This curricular fad relates largely to living languages but perhaps dead ones have more to offer directly since so many medical terms come from Latin or ancient Greek, with the occasional mongrel admitting to both types of parent.

… That’s a segue?

I am brand new to the ways of the Lancet. Do they do this kind of thing a lot in their squibs?

Coz if they actually paid attention during those literature-and-medicine lecture days in college, their squibs might be better literature. Certainly funnier. And with less WTF segues.

and I’ll defend to my last gasp anyone’s right to read it (although, maybe, not to write it)


The answer, by the way, is yes. Modern Greek is similar to Ancient Greek, in the way that Modern English is similar to Middle English.

Sir Gawain and the Green Knight

siþen þe sege and þe assaut watz sesed at troye
þe borȝ brittened and brent to brondez and askez
þe tulk þat þe trammes of tresoun þer wroȝt
watz tried for his tricherie þe trewest on erþe
hit watz ennias þe athel and his highe kynde
þat siþen depreced prouinces and patrounes bicome
welneȝe of al þe wele in þe west iles

Have you ever muted or blocked prolific and popular Quorans?

Have I ever muted or blocked prolific and popular Quorans?

Well, what would the point be of muting or blocking taciturn and unpopular Quorans? The whole point is to get people off of my feed that I keep seeing there, and I don’t want to.

Blocks are the results of heavy altercations, and of course Quora doesn’t let you see who you’ve blocked in one place. But I do tend to both mute and block.

The one benign mute I was going to report, I seem to have undone. It was Rob Weir. I am a statist liberal by American standards, but somewhat libertarian by Australian standards, and I wanted to know a bit more about libertarianism. So I started reading Rob Weir’s stuff. And upvoting it, even if I didn’t always like it.

And then Quora turned my feed into Weirapalooza. It was Weir 24/7. It was Weir plus Weir followed by more Weir, and none of it was Thomas Wier, who isn’t spelled the same anyway. It was Beat Back Leviathan: The Movie. It was a Gary Johnson convention. It was Galtgulchageddon.

I wanted to know a bit more about libertarianism: I did not want to be put on the mailing list. I ended up muting him, but I never blocked him, and I felt guilty enough that I unmuted him a year later.

Of the other extremely popular and prolific Quorans… hm, can’t name names, eh.

Interesting: I mute 11 accounts, and block almost all of them. 6 of them have blocked me back, 2 I didn’t know about until now. Three are blocking me because of me being a Quora critic; they have had no other interaction with me. One might be that, or it might be because I called them out by name for a misdeed, in the company of many others. One blocks me because I blocked them and they found out; they were at least civil about it, which I respect (but not enough to unblock them 🙂

I’ll make it +5k followers. That brings it down to 7.

  • 2 for being peddlers of chicken soup for the soul pablum that ruins my experience of Quora, and what respect I have for it as a forum. They are the most popular by a ginormous humungous margin.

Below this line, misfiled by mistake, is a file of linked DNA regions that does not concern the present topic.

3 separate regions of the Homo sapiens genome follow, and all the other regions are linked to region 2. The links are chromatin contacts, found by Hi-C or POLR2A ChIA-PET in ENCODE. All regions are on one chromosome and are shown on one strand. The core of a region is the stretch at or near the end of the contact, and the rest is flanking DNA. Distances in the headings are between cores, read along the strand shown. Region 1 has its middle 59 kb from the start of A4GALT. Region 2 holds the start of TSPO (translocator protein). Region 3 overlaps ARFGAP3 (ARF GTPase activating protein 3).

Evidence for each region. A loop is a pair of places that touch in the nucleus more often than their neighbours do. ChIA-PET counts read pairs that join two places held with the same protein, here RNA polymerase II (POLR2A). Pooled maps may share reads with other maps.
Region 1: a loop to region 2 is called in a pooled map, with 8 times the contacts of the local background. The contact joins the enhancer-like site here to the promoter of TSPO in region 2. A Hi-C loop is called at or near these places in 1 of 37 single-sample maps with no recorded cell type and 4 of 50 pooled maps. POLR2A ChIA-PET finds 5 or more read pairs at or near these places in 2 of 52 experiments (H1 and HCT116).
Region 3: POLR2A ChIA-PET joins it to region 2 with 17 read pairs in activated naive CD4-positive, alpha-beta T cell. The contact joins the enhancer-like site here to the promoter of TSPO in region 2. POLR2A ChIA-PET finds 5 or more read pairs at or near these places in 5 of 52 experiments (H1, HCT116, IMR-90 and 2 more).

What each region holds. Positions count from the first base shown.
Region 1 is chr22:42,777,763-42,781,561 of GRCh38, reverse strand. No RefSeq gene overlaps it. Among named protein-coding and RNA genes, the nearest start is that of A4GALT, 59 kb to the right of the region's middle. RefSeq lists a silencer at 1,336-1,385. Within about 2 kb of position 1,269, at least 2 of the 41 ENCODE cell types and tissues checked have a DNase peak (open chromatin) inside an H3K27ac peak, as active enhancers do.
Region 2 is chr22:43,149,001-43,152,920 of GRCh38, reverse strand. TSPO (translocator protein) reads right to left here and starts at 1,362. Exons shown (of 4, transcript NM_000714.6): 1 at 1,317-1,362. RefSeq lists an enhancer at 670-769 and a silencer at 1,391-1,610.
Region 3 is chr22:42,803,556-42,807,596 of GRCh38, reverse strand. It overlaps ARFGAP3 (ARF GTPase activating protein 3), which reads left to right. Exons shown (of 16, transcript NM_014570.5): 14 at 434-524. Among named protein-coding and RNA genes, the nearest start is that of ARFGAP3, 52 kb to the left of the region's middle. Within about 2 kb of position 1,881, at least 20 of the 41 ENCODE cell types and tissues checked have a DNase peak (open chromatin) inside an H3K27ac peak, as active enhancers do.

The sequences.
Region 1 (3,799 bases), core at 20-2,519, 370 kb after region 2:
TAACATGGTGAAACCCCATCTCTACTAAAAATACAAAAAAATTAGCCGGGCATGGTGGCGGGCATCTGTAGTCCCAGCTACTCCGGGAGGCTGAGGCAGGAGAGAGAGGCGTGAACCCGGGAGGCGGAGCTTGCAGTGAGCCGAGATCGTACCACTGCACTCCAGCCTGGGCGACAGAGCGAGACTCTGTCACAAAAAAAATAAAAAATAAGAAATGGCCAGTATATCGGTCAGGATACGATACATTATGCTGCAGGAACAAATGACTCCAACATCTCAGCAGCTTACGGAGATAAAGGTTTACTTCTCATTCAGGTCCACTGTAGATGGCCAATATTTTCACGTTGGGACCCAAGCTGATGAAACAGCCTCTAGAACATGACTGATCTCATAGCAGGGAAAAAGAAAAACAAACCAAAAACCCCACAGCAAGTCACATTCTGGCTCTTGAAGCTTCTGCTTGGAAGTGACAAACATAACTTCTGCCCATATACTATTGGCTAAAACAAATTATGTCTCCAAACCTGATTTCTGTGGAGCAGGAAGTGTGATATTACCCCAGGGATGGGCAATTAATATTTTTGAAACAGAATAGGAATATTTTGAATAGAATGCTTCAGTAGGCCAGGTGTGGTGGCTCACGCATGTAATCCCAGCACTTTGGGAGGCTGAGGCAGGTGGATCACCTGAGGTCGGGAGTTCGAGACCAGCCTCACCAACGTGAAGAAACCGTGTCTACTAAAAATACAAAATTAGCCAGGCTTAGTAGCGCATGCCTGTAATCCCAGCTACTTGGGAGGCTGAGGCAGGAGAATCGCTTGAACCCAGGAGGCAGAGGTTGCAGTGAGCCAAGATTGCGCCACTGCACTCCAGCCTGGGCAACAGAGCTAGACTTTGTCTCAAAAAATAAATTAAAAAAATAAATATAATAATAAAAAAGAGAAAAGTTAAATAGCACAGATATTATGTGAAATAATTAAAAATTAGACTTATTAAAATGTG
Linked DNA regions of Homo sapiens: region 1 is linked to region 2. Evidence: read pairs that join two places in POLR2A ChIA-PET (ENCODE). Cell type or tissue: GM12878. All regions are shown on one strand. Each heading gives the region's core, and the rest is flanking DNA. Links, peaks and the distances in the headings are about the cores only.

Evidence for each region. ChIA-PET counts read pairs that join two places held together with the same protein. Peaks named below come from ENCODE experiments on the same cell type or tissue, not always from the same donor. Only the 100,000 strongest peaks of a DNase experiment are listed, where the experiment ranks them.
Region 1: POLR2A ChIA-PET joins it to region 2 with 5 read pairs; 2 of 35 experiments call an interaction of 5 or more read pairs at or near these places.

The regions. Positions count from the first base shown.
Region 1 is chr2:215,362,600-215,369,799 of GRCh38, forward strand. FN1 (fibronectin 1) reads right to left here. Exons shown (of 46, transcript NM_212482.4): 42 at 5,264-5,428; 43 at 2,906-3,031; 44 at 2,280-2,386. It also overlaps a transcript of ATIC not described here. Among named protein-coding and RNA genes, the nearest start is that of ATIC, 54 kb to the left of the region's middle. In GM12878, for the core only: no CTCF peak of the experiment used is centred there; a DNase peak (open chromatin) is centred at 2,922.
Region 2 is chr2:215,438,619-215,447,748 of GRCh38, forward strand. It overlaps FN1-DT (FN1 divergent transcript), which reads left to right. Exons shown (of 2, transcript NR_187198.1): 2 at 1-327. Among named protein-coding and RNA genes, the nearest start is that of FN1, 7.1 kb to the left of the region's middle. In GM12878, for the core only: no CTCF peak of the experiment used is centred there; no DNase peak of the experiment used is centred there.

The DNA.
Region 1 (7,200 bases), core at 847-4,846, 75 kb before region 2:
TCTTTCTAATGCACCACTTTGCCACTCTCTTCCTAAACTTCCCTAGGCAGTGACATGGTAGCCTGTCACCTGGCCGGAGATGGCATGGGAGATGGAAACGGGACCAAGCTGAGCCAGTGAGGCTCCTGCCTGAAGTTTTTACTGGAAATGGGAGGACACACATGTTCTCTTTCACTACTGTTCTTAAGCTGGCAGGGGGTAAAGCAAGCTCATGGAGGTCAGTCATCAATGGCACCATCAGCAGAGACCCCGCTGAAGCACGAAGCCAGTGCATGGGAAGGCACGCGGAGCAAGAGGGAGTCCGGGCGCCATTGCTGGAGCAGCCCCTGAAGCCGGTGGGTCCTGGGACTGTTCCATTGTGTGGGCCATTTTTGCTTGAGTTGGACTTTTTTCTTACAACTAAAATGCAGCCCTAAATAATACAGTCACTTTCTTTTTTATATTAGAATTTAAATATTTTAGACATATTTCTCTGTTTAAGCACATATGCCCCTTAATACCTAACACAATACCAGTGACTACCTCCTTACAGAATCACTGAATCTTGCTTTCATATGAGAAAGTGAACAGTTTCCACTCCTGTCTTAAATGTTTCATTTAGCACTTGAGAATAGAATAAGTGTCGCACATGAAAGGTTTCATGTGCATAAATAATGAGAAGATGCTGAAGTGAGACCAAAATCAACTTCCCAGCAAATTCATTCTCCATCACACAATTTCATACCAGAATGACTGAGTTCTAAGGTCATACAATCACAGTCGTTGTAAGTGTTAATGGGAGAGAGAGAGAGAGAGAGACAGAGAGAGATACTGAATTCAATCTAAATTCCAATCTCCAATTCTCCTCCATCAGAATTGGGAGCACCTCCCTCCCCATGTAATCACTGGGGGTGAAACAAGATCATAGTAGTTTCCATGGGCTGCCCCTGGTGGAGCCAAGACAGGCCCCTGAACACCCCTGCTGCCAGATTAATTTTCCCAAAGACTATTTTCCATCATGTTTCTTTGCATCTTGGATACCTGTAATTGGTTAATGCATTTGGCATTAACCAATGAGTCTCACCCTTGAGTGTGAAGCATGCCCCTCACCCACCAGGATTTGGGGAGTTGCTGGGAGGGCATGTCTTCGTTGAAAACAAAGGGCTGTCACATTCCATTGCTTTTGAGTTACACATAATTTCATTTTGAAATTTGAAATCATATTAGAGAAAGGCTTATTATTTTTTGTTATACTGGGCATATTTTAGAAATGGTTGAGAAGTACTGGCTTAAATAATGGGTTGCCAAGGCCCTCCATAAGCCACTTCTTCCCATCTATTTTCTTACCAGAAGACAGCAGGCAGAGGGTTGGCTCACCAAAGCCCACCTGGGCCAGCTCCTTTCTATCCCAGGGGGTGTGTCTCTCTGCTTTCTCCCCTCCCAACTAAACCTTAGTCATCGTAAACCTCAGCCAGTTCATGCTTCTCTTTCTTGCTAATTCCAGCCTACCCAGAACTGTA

• 1 for being the worst embodiment of combined 5xTW Entitlementism and ideological self-righteousness (and I never liked what they had to say)
  • 1 for being the worst embodiment of combined comment blocking and ideological self-righteousness (I did like what they had to say, but the shtick grew tiring; and I don’t care how much I want the gummint to take away peoples’ guns, if you use the word ammosexual, I no longer care to listen to you)
  • 3 for being defenders of Quora Inc in ways I have taken particular offence at (and they have reciprocated by blocking me). It’s not that they have defended Quora Inc per se, but that they have done so in a fashion I consider sneering, oblivious, defensive, and/or unwelcome in my feed.

I’m interested to see that I haven’t muted anyone for being a conservative, and I have muted at least two people who ostensibly are on my side of politics. My feed has done the muting of the opposite side of politics for me. 🙁 (No, not proud of that.) I did block someone for attacking me quite patronisingly when I defended the Australian gummint taking away our guns; but it was the attack that did it, not the “ammosexuality”. And one of the Quora defenders is conservative enough to make me dislike his writings, but that wasn’t why either.

Does “nigh” have the same etymology as “near”?

The five answers given quote the facts, but I’m afraid they don’t understand the facts.

Nigh comes from the original Old English word for “near”.

Near comes from the Old Norse for “nearer”. It came to England with the Vikings.

They are not the same etymology. They are related (cognate) words, just as shirt from Old English and skirt from Old Norse are related: but the last time they constituted the selfsame word (ignoring that one is a comparative) was in proto-Germanic. In 800, when the Vikings came to England, English nēah and Norse nær were two separate words from two separate languages.

My thanks to Syarif Fadhlurrahman for his clarification in comments.

Near comes from Old English with some influence from Old Norse. It’s not totally from Old Norse:

ON: ná
OE: neah

ON: nær
OE: near

ON: ‘næst’
OE: ‘niehst’

Granted, Oxford assigns only the Old Norse etymology, but I don’t see why. Perhaps due to non-adjectival use? (Old Norse ‘naer’ can function as adverb and preposition)

Updated 2017-08-16 · Upvoted by

Logan R. Kearsley, MA in Linguistics from BYU, 8 years working in research for language pedagogy. and

Steve Rapaport, Linguistics PhD candidate at Edinburgh. Has lived in USA, Sweden, Italy, UK.